During my last visit to Albion Art in Tokyo, Kazumi Arikawa introduced me to his beautiful collection of cameos and intaglios, enriched by his recent acquisitions from the London dealer Wartski.
About thirty small velvet cases from Wartski’s awaited me on the tables of Arikawa’s living room, to the solemn sounds of Gregorian chant. In each of them was a cameo or an intaglio – a stone carved in relief or in hollow – representing mythological scenes or historical characters. “He went completely crazy when he saw the selection offered by Thomas Holman last October at the exhibition-sale entitled Multum in Parvo: which means a lot of things in a small space,” explains his collaborator. Holman, the director of Wartski, took four years to assemble these unique specimens, some of which belonged to the collection of the Duke of Marlborough, the last word on the subject. And since it was impossible to reserve the coveted cameos, Kazumi Arikawa made sure he was the first by sending students to line up in front of the store three days early!
The cameos and intaglios of Albion Art
Today it includes about fifty pieces illustrating the art of gemstone engraving, from Alexander the Great to Napoleon III. Some are for sale, others are not. Most date from the end of the 18th and 19th century, featuring great names in glyptics such as Benedetto Pistrucci, Merchant and Giovanni Pichler. At Wartski‘s, Kazumi Arikawa added some extremely rare Greco-Roman specimens, which are more often found in museums these days, and a number of very beautiful classics: a Hermes and a magnificent young Hercules with his club on his shoulder sculpted by Giuseppe Cerbara; a Venus of Arles in her medallion; a Cupid playing the double flute; and a black-and-white Blacas that completes a set of profiles of great men including Michelangelo, Richelieu, Socrates, Hadrian and Plato. It’s impossible to tear your eyes away from these ultra-pure profiles, with their details of transparent musculature, hair curls and head jewelry.
With some 7,000 books, Kazumi Arikawa’s library is one of the most remarkable around. The engraved stone section includes such rarities as Ortelius’ Deorum Dearumque Capita (1683), which belonged to the Great Dolphin, and Cardinal Albani’s personal copy of Monumenti antichiby J.J. Winckelman. The catalogue of the collection of the Oxford Museum, in which great specialists such as John Boardman and Diana Scarisbrick (a very close friend of Kazumi Arikawa) played a part, is also included. In the library, I also discovered books of plaster prints of meticulously arranged intaglios, “like fondants in the collection of a great confectioner,” in the words of Marguerite Yourcenar. This allows us to see the motifs in positive form and thus better appreciate their workmanship. A connoisseur always has a small box of soft wax to hand, so as to make one in a few seconds if required.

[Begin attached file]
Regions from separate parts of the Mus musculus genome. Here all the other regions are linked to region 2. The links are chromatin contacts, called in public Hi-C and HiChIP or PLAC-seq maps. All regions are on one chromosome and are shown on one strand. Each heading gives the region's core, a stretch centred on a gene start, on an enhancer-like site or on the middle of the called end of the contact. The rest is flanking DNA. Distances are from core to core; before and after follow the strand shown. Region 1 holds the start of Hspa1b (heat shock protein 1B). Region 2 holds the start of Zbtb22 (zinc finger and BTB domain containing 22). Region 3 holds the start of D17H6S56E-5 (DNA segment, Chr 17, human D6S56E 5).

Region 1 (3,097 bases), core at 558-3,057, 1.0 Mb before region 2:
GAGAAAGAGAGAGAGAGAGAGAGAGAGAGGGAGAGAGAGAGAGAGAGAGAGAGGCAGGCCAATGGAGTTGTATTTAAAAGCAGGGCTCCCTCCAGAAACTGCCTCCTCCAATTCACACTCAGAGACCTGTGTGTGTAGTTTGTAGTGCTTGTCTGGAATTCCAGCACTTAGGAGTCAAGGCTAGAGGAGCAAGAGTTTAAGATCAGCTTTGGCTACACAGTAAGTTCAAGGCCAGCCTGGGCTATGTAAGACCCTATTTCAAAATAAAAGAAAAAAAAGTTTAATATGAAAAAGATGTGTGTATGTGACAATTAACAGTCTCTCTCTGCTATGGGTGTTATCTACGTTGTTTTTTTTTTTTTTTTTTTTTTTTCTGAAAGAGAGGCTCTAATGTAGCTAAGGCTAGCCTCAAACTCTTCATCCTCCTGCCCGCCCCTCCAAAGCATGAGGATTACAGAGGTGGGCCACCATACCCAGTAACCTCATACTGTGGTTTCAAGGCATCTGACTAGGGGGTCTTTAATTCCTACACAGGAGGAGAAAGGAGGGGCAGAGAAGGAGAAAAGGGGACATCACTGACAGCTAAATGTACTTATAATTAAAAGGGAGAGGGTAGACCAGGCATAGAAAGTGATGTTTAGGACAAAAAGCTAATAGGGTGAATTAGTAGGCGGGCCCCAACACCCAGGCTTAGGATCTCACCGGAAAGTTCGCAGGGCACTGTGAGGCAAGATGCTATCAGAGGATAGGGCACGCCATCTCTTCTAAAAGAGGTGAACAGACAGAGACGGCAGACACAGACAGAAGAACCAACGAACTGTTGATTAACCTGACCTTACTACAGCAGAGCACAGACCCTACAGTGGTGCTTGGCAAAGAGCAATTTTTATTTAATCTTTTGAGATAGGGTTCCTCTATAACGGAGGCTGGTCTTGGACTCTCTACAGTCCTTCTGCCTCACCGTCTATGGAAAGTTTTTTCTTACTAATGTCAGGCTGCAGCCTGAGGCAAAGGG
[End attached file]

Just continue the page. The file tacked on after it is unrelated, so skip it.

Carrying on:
The origins of a passion
Cameos and intaglios are ultra-elite jewels. “I was able to appreciate this art of glyptics because my eyes are already trained in sculpture, particularly Buddhist sculpture,” explains Kazumi Arikawa. A classical education is indeed necessary to understand this jewelry, which touches the very core of European civilization. Beyond the craftsmanship, the number of layers, and the precision of the motifs, “one must be able to associate idealized portraits with historical figures and decipher mythological scenes which, at the time, were immediately legible,” says a specialist. As with the tiaras whose prices he set ablaze, Kazumi Arikawa understood the potential of these objects, which are still unknown to Asian customers and still considered obsolete jewelry in Europe.
And in building up this collection of beautiful cameos, Kazumi Arikawa’s name can indeed be ranked alongside the great collectors such as the Duke of Marlborough, Catherine the Great and the painter Rubens.